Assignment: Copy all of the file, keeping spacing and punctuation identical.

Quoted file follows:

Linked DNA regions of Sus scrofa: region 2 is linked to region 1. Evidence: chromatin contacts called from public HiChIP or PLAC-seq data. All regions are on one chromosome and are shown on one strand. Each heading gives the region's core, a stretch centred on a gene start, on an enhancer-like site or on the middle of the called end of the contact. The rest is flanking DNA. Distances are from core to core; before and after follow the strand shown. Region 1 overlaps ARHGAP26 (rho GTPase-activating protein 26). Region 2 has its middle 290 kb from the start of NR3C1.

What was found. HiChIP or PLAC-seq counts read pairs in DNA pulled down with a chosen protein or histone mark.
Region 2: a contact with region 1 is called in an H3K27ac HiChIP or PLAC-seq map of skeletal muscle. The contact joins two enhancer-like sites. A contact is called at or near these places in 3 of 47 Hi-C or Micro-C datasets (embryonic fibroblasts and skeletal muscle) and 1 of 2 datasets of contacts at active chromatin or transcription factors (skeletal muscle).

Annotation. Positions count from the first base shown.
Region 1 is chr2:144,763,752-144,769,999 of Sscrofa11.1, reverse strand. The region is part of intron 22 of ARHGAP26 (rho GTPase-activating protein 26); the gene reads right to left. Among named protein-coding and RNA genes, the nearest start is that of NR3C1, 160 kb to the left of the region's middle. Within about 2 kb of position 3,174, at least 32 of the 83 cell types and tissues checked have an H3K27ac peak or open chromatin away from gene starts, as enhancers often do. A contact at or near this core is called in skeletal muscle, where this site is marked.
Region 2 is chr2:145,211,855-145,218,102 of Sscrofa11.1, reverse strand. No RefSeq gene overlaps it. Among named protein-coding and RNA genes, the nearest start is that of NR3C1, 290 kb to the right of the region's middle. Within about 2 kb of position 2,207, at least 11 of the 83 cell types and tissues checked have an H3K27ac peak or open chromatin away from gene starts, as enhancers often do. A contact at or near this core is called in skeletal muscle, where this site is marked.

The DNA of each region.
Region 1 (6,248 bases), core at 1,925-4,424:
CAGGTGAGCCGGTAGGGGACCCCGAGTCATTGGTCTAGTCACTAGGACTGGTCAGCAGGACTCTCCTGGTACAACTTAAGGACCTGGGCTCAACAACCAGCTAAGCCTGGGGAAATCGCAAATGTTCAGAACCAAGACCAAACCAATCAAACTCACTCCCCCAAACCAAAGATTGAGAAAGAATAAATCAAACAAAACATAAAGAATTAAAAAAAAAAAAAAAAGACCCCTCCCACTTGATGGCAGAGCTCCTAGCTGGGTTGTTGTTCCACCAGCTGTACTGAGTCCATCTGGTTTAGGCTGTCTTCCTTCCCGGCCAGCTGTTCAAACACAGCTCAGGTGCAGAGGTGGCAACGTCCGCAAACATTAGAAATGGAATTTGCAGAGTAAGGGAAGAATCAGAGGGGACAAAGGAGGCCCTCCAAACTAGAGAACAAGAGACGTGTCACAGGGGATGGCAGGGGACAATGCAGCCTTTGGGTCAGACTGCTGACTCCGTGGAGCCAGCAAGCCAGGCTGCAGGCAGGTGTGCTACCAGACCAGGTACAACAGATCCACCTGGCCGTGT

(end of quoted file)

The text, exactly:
Linked DNA regions of Sus scrofa: region 2 is linked to region 1. Evidence: chromatin contacts called from public HiChIP or PLAC-seq data. All regions are on one chromosome and are shown on one strand. Each heading gives the region's core, a stretch centred on a gene start, on an enhancer-like site or on the middle of the called end of the contact. The rest is flanking DNA. Distances are from core to core; before and after follow the strand shown. Region 1 overlaps ARHGAP26 (rho GTPase-activating protein 26). Region 2 has its middle 290 kb from the start of NR3C1.

What was found. HiChIP or PLAC-seq counts read pairs in DNA pulled down with a chosen protein or histone mark.
Region 2: a contact with region 1 is called in an H3K27ac HiChIP or PLAC-seq map of skeletal muscle. The contact joins two enhancer-like sites. A contact is called at or near these places in 3 of 47 Hi-C or Micro-C datasets (embryonic fibroblasts and skeletal muscle) and 1 of 2 datasets of contacts at active chromatin or transcription factors (skeletal muscle).

Annotation. Positions count from the first base shown.
Region 1 is chr2:144,763,752-144,769,999 of Sscrofa11.1, reverse strand. The region is part of intron 22 of ARHGAP26 (rho GTPase-activating protein 26); the gene reads right to left. Among named protein-coding and RNA genes, the nearest start is that of NR3C1, 160 kb to the left of the region's middle. Within about 2 kb of position 3,174, at least 32 of the 83 cell types and tissues checked have an H3K27ac peak or open chromatin away from gene starts, as enhancers often do. A contact at or near this core is called in skeletal muscle, where this site is marked.
Region 2 is chr2:145,211,855-145,218,102 of Sscrofa11.1, reverse strand. No RefSeq gene overlaps it. Among named protein-coding and RNA genes, the nearest start is that of NR3C1, 290 kb to the right of the region's middle. Within about 2 kb of position 2,207, at least 11 of the 83 cell types and tissues checked have an H3K27ac peak or open chromatin away from gene starts, as enhancers often do. A contact at or near this core is called in skeletal muscle, where this site is marked.

The DNA of each region.
Region 1 (6,248 bases), core at 1,925-4,424:
CAGGTGAGCCGGTAGGGGACCCCGAGTCATTGGTCTAGTCACTAGGACTGGTCAGCAGGACTCTCCTGGTACAACTTAAGGACCTGGGCTCAACAACCAGCTAAGCCTGGGGAAATCGCAAATGTTCAGAACCAAGACCAAACCAATCAAACTCACTCCCCCAAACCAAAGATTGAGAAAGAATAAATCAAACAAAACATAAAGAATTAAAAAAAAAAAAAAAAGACCCCTCCCACTTGATGGCAGAGCTCCTAGCTGGGTTGTTGTTCCACCAGCTGTACTGAGTCCATCTGGTTTAGGCTGTCTTCCTTCCCGGCCAGCTGTTCAAACACAGCTCAGGTGCAGAGGTGGCAACGTCCGCAAACATTAGAAATGGAATTTGCAGAGTAAGGGAAGAATCAGAGGGGACAAAGGAGGCCCTCCAAACTAGAGAACAAGAGACGTGTCACAGGGGATGGCAGGGGACAATGCAGCCTTTGGGTCAGACTGCTGACTCCGTGGAGCCAGCAAGCCAGGCTGCAGGCAGGTGTGCTACCAGACCAGGTACAACAGATCCACCTGGCCGTGT